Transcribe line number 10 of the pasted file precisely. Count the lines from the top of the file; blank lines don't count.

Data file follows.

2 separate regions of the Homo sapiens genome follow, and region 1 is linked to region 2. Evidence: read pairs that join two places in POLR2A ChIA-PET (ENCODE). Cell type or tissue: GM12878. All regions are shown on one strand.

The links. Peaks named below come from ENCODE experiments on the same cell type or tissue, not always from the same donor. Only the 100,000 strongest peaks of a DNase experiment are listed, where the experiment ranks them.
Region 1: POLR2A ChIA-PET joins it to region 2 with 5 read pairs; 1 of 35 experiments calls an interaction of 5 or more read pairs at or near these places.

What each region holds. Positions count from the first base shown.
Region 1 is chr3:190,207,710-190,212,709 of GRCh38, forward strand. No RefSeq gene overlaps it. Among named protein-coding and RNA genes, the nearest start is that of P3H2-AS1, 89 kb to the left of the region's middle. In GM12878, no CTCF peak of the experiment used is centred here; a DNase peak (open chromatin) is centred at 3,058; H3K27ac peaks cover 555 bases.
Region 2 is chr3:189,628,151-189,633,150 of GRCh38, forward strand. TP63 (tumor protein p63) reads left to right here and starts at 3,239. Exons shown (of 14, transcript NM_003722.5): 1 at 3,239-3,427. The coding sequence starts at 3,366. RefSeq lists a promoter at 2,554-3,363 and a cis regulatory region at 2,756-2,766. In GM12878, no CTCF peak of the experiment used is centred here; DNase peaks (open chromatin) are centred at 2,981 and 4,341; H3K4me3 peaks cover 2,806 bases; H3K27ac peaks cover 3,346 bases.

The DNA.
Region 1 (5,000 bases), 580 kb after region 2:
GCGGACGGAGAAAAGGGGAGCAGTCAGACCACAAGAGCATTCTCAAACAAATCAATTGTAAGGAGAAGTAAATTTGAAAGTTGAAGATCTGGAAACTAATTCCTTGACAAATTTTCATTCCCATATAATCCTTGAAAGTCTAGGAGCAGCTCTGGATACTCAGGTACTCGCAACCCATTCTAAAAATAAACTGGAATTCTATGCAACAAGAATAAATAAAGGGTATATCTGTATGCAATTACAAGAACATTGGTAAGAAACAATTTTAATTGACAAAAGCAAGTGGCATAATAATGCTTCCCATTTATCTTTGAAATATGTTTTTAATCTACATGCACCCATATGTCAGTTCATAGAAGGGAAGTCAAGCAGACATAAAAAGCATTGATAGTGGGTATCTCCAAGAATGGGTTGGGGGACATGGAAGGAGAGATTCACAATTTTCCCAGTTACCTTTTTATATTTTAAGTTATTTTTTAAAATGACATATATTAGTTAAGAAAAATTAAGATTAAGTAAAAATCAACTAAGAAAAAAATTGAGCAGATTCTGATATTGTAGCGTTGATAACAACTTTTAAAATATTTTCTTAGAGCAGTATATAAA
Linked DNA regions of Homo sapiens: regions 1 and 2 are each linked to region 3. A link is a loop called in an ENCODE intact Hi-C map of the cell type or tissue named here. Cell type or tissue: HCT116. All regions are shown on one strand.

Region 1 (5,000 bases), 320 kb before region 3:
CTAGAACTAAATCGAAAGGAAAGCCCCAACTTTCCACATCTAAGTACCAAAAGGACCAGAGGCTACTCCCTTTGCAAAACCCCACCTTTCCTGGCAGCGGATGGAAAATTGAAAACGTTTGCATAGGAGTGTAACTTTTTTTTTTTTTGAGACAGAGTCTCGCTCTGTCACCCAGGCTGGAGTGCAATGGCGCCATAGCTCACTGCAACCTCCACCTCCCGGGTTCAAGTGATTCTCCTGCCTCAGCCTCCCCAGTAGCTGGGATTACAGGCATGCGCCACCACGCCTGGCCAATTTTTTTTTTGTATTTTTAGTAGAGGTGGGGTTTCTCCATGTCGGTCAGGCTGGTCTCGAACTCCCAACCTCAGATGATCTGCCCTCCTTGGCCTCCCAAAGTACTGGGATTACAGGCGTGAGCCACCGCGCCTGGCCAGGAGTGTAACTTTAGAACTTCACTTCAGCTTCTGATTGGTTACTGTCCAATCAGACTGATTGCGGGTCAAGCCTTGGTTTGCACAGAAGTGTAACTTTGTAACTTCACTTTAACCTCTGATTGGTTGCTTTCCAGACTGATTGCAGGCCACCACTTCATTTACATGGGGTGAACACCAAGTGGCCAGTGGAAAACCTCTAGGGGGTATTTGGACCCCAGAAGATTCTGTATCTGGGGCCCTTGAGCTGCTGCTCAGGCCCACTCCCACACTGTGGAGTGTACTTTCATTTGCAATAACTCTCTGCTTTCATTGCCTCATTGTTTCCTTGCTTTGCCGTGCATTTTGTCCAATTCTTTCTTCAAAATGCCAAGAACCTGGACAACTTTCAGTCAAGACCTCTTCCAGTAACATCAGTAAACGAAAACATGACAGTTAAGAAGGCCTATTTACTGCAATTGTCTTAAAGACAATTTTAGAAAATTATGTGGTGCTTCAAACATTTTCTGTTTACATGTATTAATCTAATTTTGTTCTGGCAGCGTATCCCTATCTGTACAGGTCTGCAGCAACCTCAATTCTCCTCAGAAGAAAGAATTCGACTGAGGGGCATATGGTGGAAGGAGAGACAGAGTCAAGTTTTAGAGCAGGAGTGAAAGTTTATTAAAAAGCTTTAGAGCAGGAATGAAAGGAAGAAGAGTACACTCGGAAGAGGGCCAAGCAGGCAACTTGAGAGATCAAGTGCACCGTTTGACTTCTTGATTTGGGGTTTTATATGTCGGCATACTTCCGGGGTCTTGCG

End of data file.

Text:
Linked DNA regions of Homo sapiens: regions 1 and 2 are each linked to region 3. A link is a loop called in an ENCODE intact Hi-C map of the cell type or tissue named here. Cell type or tissue: HCT116. All regions are shown on one strand.